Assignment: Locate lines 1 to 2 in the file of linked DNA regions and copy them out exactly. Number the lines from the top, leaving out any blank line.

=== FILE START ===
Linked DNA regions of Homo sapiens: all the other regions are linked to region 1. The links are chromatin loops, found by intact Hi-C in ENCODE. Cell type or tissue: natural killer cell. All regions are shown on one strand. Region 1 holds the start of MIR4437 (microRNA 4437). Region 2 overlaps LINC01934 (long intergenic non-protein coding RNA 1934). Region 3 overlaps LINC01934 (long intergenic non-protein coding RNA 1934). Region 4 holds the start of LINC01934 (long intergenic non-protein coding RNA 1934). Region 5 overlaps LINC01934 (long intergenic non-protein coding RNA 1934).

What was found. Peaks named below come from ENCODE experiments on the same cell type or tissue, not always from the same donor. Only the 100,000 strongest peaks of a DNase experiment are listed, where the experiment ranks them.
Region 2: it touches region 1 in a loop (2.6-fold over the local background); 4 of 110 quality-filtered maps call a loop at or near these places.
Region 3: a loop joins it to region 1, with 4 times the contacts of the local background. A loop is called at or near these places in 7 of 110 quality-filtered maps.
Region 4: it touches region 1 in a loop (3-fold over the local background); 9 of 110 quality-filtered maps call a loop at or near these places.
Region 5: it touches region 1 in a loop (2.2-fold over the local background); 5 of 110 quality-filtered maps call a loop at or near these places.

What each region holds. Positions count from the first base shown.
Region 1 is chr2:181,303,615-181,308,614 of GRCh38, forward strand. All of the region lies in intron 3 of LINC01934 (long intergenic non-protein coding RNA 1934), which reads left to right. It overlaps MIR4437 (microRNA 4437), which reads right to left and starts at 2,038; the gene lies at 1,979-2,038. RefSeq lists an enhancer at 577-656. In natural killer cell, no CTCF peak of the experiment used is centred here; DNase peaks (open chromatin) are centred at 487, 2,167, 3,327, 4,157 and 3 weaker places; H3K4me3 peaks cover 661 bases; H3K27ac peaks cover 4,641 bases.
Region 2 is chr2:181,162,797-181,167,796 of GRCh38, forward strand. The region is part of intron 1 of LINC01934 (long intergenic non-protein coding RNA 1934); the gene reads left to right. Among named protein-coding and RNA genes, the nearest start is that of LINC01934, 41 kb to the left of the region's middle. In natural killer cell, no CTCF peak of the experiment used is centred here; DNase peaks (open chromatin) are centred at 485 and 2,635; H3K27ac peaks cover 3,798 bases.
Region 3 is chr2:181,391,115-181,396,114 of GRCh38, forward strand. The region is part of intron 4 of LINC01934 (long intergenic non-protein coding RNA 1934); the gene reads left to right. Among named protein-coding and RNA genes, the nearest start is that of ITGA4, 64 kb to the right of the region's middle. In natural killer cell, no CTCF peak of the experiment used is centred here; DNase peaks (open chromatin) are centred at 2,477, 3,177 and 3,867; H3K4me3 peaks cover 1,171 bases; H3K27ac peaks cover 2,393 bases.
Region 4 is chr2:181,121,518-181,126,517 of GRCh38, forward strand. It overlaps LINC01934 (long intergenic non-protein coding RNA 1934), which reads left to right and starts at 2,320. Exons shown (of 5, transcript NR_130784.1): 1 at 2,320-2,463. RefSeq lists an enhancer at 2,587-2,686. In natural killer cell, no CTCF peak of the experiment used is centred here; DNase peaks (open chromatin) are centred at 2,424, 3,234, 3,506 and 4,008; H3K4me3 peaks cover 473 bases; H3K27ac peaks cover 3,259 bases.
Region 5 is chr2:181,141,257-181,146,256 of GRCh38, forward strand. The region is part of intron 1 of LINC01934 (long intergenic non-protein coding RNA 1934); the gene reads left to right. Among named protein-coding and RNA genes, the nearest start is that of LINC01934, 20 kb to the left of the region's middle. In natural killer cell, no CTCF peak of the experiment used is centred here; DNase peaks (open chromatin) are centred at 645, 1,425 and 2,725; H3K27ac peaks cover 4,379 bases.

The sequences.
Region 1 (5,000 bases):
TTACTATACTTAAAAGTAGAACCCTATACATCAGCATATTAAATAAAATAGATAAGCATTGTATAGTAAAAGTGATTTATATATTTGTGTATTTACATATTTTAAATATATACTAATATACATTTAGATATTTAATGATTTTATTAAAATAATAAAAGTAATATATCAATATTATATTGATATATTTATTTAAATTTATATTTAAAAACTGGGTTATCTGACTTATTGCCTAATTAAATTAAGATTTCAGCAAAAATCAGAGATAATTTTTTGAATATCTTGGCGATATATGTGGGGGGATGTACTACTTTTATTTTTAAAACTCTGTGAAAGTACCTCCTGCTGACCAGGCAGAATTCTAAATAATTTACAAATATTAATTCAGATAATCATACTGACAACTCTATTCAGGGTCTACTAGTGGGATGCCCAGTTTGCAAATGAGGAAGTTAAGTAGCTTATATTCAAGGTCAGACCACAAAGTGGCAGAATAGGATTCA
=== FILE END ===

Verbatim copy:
Linked DNA regions of Homo sapiens: all the other regions are linked to region 1. The links are chromatin loops, found by intact Hi-C in ENCODE. Cell type or tissue: natural killer cell. All regions are shown on one strand. Region 1 holds the start of MIR4437 (microRNA 4437). Region 2 overlaps LINC01934 (long intergenic non-protein coding RNA 1934). Region 3 overlaps LINC01934 (long intergenic non-protein coding RNA 1934). Region 4 holds the start of LINC01934 (long intergenic non-protein coding RNA 1934). Region 5 overlaps LINC01934 (long intergenic non-protein coding RNA 1934).

What was found. Peaks named below come from ENCODE experiments on the same cell type or tissue, not always from the same donor. Only the 100,000 strongest peaks of a DNase experiment are listed, where the experiment ranks them.